Following the Pool

The next Lewisham Nature Walk is on Sunday 11 September, meet at 2pm on Adenmore Road immediately outside Catford Bridge station. For most of the route, we will be following the River Pool as far as Cator Park in Bromley. We begin by walking under the South Circular across a small retail park to the River Ravensbourne and after following that for a few hundred yards, we reach the Pool. See the map below for this stage.


The stretch of the Pool as far as the Winsford Road bridge is particularly attractive thanks to some excellent conservation work by Thames 21. We will be able to walk along the earth path next to the river and even step onto pebble banks in the water if conditions are right. At Winsford Road, we continue to follow the Pool through the attractive setting of Riverview Walk to Bell Green, then across Southend Lane to the old Lower Sydenham station allotments which now comprise a small green space with many trees, shrubs and flowers.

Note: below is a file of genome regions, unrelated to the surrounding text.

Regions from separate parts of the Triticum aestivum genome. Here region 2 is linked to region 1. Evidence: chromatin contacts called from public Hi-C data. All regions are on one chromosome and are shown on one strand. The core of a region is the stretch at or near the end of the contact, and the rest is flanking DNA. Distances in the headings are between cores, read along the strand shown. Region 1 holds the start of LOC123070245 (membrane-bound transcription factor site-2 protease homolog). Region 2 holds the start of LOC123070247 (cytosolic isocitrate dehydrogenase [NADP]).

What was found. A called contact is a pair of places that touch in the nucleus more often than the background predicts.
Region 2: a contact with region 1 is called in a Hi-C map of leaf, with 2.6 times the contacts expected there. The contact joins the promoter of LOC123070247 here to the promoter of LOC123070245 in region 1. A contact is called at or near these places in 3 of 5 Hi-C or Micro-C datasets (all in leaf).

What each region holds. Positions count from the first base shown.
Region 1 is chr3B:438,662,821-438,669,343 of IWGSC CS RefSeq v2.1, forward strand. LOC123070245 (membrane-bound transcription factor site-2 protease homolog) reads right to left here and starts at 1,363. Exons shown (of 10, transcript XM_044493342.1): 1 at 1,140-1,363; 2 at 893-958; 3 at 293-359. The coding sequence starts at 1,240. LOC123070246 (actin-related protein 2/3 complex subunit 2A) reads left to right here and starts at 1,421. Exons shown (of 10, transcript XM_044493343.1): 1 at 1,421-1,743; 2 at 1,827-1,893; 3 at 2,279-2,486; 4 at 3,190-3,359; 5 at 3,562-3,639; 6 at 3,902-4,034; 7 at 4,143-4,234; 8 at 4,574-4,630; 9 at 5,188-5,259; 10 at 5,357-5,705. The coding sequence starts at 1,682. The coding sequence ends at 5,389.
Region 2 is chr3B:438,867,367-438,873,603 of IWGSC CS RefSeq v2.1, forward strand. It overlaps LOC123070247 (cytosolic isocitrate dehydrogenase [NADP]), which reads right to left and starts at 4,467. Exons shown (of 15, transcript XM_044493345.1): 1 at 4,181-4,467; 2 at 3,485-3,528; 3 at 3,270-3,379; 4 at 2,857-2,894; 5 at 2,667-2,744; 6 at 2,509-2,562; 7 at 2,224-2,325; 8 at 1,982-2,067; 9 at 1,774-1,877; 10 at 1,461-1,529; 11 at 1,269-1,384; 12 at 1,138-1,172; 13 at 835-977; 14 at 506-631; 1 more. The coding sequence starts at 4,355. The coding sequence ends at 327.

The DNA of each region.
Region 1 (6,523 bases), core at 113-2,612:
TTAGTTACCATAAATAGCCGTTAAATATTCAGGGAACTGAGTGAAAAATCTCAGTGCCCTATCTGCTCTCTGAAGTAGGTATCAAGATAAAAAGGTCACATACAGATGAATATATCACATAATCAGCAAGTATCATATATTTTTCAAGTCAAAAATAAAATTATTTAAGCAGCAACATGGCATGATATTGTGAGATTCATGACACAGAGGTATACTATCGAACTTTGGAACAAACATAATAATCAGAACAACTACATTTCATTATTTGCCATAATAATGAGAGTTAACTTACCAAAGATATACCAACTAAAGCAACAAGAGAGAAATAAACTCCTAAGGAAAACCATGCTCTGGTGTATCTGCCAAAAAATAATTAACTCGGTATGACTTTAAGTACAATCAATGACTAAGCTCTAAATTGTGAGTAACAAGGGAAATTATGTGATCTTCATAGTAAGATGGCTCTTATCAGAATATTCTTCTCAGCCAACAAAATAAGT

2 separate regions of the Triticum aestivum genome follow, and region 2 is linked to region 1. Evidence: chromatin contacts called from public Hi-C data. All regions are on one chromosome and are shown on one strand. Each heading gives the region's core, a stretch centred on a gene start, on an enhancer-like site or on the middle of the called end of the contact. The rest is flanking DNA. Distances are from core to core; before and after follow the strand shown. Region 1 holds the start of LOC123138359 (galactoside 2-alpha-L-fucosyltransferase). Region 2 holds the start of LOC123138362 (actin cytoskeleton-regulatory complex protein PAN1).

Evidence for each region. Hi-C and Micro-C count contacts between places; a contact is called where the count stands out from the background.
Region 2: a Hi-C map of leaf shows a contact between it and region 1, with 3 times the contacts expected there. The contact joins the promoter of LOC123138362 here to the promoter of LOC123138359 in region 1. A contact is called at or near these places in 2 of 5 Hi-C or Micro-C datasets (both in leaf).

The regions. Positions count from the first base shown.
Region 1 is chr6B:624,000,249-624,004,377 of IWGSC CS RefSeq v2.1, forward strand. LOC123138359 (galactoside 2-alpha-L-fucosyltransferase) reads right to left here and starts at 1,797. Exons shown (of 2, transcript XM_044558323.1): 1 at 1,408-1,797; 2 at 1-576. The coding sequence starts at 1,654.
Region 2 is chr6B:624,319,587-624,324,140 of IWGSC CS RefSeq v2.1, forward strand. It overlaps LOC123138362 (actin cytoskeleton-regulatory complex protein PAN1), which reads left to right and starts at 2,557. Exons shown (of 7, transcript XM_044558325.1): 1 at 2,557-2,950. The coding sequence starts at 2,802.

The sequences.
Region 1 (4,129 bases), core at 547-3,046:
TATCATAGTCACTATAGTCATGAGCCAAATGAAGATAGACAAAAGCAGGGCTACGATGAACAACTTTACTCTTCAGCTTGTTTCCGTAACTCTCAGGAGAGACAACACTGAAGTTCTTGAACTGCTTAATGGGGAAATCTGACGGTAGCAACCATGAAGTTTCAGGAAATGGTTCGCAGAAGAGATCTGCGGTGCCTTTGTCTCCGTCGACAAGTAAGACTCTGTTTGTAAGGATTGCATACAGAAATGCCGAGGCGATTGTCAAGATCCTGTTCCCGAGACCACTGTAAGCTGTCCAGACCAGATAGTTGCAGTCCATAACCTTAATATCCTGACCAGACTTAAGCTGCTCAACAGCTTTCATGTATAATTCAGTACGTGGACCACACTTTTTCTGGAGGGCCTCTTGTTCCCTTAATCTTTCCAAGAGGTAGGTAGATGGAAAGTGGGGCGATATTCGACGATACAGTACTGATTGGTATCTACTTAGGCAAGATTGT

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Earth Path by the Pool
Past the station, we walk down Kangley Bridge Road to another very natural looking and attractive stretch of the Pool which runs alongside a sports ground and follow it across Lennard Road into Cator Park where we will see the confluence of the Pool and the River Beck (of Beckenham fame). After that we’ll double back to New Beckenham station where the walk ends. Trains from there run back to Lewisham. Alternatively, the 356 bus – to Sydenham vias the Horniman – can be caught on Kent House Road a few minutes walk away, or a little further in the opposite direction on Southend Lane the 54 bus will take you through Catford to Lewisham High Street and beyond.


For much of the way, this is one of the best walking routes in Lewisham. It’s on level ground, approximately 3 miles in length and should take about 2.5 hours. I look forward to seeing you there.